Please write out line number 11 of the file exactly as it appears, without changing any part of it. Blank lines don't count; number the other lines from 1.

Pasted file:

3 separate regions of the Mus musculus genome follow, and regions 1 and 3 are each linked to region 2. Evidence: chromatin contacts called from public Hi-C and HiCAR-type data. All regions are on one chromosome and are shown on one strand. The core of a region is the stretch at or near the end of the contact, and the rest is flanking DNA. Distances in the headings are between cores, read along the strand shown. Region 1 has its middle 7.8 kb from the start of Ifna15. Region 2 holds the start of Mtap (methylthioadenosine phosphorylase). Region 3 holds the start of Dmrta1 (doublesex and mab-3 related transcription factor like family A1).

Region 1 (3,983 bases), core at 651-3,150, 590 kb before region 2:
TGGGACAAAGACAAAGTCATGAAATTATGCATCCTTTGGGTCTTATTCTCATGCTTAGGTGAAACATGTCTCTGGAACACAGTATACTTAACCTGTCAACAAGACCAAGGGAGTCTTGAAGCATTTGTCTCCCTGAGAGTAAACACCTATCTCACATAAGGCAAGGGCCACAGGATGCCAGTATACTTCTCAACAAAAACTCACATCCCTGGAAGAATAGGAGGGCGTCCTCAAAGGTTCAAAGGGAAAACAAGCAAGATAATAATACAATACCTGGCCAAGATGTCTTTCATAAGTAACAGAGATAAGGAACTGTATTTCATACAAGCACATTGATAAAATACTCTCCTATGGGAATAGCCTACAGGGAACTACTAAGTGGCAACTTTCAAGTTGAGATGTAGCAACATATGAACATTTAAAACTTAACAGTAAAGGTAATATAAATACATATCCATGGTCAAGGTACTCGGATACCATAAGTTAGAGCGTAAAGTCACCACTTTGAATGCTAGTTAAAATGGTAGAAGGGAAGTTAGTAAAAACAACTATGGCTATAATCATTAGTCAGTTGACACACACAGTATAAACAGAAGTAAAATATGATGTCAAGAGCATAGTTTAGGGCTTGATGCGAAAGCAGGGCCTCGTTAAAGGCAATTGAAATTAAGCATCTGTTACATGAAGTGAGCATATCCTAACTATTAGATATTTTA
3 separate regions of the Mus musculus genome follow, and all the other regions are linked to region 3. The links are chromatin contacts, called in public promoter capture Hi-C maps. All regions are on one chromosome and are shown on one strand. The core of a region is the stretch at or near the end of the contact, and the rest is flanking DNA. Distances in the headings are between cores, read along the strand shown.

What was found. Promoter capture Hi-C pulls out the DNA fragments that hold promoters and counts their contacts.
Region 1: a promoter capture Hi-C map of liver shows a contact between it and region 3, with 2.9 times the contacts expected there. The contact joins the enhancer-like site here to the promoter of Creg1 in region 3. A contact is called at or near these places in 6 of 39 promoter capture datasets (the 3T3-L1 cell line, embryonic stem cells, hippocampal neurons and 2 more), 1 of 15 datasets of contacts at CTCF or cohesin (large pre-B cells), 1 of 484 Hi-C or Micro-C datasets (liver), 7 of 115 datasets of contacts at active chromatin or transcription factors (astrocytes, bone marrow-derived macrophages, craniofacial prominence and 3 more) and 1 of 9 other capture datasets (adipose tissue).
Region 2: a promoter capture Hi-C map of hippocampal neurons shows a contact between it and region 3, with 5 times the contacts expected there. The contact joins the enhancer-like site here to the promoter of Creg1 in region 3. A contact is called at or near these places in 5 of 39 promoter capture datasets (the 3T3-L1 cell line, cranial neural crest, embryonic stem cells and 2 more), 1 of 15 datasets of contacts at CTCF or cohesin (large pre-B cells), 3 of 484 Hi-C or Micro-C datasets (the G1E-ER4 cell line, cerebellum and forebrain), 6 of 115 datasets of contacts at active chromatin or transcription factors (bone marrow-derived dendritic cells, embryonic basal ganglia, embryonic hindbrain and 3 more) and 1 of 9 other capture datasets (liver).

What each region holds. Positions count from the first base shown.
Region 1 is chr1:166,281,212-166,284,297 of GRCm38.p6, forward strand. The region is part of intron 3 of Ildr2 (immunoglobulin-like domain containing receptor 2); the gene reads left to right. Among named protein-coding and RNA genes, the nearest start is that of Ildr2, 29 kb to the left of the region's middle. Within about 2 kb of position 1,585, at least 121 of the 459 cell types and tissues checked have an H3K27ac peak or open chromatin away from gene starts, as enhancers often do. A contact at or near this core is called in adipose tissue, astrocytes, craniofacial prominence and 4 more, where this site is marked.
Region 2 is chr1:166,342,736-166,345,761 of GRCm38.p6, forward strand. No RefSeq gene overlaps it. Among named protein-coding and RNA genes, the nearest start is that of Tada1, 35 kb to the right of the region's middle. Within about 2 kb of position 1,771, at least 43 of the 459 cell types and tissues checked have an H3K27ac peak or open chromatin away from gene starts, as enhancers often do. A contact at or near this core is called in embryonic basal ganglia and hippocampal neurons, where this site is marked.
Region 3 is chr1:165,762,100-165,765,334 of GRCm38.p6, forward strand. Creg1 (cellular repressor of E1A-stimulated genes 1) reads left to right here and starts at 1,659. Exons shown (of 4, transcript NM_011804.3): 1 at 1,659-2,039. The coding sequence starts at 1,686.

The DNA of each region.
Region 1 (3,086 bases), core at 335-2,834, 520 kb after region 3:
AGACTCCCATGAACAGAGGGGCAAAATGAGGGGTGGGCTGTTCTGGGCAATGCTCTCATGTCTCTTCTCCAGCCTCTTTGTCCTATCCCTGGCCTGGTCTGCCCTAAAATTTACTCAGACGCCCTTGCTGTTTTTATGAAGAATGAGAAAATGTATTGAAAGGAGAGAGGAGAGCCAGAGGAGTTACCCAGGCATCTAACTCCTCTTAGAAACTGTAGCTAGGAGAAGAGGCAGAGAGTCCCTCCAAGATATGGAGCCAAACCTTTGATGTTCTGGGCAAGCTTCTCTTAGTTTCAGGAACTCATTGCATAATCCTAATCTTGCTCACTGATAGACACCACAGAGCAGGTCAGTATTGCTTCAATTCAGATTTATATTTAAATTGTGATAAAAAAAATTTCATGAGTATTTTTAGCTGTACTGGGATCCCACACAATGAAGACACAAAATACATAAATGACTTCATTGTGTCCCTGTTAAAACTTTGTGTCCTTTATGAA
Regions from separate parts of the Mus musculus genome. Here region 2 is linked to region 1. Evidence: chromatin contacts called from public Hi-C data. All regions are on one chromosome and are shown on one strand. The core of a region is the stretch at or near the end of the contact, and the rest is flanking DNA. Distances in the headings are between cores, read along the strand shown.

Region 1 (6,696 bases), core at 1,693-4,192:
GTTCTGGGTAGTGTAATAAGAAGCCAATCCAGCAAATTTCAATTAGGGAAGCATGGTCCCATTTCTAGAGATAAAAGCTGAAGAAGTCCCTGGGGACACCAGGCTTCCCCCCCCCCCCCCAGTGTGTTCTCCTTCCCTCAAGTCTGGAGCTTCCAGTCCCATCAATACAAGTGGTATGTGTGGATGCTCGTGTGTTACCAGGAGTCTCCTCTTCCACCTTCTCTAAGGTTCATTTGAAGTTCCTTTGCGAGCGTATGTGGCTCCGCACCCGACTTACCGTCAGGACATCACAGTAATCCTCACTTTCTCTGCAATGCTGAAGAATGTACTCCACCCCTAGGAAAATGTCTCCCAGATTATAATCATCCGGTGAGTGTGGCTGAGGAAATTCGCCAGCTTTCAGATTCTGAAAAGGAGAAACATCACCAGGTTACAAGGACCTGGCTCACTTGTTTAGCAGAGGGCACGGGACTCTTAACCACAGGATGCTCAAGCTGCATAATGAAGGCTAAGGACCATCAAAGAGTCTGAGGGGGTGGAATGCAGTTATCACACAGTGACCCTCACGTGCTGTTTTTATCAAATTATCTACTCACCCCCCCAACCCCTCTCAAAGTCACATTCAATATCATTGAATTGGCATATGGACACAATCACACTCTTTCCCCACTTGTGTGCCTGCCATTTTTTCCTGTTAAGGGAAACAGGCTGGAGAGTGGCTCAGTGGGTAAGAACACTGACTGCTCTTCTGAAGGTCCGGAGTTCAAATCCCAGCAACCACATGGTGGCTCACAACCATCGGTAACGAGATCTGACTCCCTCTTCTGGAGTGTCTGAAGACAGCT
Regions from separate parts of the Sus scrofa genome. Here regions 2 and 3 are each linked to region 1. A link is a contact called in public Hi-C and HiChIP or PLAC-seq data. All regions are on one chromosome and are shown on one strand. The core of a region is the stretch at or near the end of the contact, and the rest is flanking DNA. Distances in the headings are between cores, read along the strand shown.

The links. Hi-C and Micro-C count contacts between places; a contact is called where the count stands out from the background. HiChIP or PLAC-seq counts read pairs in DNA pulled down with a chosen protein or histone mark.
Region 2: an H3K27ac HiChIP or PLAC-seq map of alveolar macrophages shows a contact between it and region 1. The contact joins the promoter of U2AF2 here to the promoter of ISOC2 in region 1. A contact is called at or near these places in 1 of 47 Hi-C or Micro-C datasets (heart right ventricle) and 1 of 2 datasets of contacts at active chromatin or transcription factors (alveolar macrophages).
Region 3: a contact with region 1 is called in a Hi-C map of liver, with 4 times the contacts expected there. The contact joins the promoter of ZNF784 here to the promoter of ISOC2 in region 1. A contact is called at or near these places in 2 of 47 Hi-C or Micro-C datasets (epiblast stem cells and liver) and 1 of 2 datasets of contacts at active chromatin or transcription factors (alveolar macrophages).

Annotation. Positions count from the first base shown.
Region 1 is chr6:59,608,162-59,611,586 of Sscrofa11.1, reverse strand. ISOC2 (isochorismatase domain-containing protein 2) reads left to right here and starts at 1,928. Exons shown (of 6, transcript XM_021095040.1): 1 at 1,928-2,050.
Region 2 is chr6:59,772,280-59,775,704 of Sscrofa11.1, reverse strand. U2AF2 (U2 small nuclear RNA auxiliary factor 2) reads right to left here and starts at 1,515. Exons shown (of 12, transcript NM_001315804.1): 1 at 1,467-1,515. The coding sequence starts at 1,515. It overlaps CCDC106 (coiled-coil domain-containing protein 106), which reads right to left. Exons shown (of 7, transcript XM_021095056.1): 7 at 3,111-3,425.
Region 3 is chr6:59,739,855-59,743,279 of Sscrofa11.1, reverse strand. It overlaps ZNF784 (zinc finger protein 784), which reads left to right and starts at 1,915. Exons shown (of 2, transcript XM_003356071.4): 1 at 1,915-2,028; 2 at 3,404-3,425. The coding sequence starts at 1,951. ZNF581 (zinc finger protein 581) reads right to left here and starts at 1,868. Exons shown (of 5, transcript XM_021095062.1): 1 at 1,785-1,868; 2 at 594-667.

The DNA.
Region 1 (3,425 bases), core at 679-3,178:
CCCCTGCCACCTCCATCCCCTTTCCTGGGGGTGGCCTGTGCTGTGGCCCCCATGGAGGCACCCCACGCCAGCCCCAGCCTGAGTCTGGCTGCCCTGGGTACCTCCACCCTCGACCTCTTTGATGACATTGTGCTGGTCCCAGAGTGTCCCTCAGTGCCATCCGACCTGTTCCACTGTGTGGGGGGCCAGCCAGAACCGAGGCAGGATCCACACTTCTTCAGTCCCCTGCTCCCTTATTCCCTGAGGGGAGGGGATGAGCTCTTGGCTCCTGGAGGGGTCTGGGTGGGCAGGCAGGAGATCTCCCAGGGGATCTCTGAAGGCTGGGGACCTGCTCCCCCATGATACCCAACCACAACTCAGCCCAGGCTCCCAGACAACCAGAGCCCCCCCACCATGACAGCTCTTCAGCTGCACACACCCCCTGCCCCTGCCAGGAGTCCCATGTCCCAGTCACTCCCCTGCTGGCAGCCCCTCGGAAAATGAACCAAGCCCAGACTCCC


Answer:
Region 3 is chr1:165,762,100-165,765,334 of GRCm38.p6, forward strand. Creg1 (cellular repressor of E1A-stimulated genes 1) reads left to right here and starts at 1,659. Exons shown (of 4, transcript NM_011804.3): 1 at 1,659-2,039. The coding sequence starts at 1,686.